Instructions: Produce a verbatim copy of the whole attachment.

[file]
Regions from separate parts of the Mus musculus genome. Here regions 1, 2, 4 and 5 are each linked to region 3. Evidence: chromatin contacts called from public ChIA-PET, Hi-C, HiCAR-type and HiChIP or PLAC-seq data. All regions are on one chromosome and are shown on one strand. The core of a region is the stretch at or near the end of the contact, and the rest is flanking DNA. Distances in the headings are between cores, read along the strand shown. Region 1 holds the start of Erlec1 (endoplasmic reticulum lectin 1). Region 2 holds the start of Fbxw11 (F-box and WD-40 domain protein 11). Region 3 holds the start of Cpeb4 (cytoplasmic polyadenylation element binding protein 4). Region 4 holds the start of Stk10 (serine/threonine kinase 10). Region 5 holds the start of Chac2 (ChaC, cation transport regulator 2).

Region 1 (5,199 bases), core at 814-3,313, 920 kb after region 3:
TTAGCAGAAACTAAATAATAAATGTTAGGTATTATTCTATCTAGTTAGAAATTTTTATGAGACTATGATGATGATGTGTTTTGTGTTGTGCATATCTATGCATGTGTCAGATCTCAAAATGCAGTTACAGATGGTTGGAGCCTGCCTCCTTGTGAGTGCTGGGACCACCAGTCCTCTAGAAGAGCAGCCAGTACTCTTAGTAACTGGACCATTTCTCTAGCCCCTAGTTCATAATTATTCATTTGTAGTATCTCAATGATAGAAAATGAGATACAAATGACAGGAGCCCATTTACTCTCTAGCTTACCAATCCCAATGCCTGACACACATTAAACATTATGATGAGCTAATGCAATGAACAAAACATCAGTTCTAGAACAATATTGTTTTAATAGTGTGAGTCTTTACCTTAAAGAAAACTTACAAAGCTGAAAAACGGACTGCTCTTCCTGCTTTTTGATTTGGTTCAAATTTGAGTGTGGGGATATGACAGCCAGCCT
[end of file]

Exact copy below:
Regions from separate parts of the Mus musculus genome. Here regions 1, 2, 4 and 5 are each linked to region 3. Evidence: chromatin contacts called from public ChIA-PET, Hi-C, HiCAR-type and HiChIP or PLAC-seq data. All regions are on one chromosome and are shown on one strand. The core of a region is the stretch at or near the end of the contact, and the rest is flanking DNA. Distances in the headings are between cores, read along the strand shown. Region 1 holds the start of Erlec1 (endoplasmic reticulum lectin 1). Region 2 holds the start of Fbxw11 (F-box and WD-40 domain protein 11). Region 3 holds the start of Cpeb4 (cytoplasmic polyadenylation element binding protein 4). Region 4 holds the start of Stk10 (serine/threonine kinase 10). Region 5 holds the start of Chac2 (ChaC, cation transport regulator 2).

Region 1 (5,199 bases), core at 814-3,313, 920 kb after region 3:
TTAGCAGAAACTAAATAATAAATGTTAGGTATTATTCTATCTAGTTAGAAATTTTTATGAGACTATGATGATGATGTGTTTTGTGTTGTGCATATCTATGCATGTGTCAGATCTCAAAATGCAGTTACAGATGGTTGGAGCCTGCCTCCTTGTGAGTGCTGGGACCACCAGTCCTCTAGAAGAGCAGCCAGTACTCTTAGTAACTGGACCATTTCTCTAGCCCCTAGTTCATAATTATTCATTTGTAGTATCTCAATGATAGAAAATGAGATACAAATGACAGGAGCCCATTTACTCTCTAGCTTACCAATCCCAATGCCTGACACACATTAAACATTATGATGAGCTAATGCAATGAACAAAACATCAGTTCTAGAACAATATTGTTTTAATAGTGTGAGTCTTTACCTTAAAGAAAACTTACAAAGCTGAAAAACGGACTGCTCTTCCTGCTTTTTGATTTGGTTCAAATTTGAGTGTGGGGATATGACAGCCAGCCT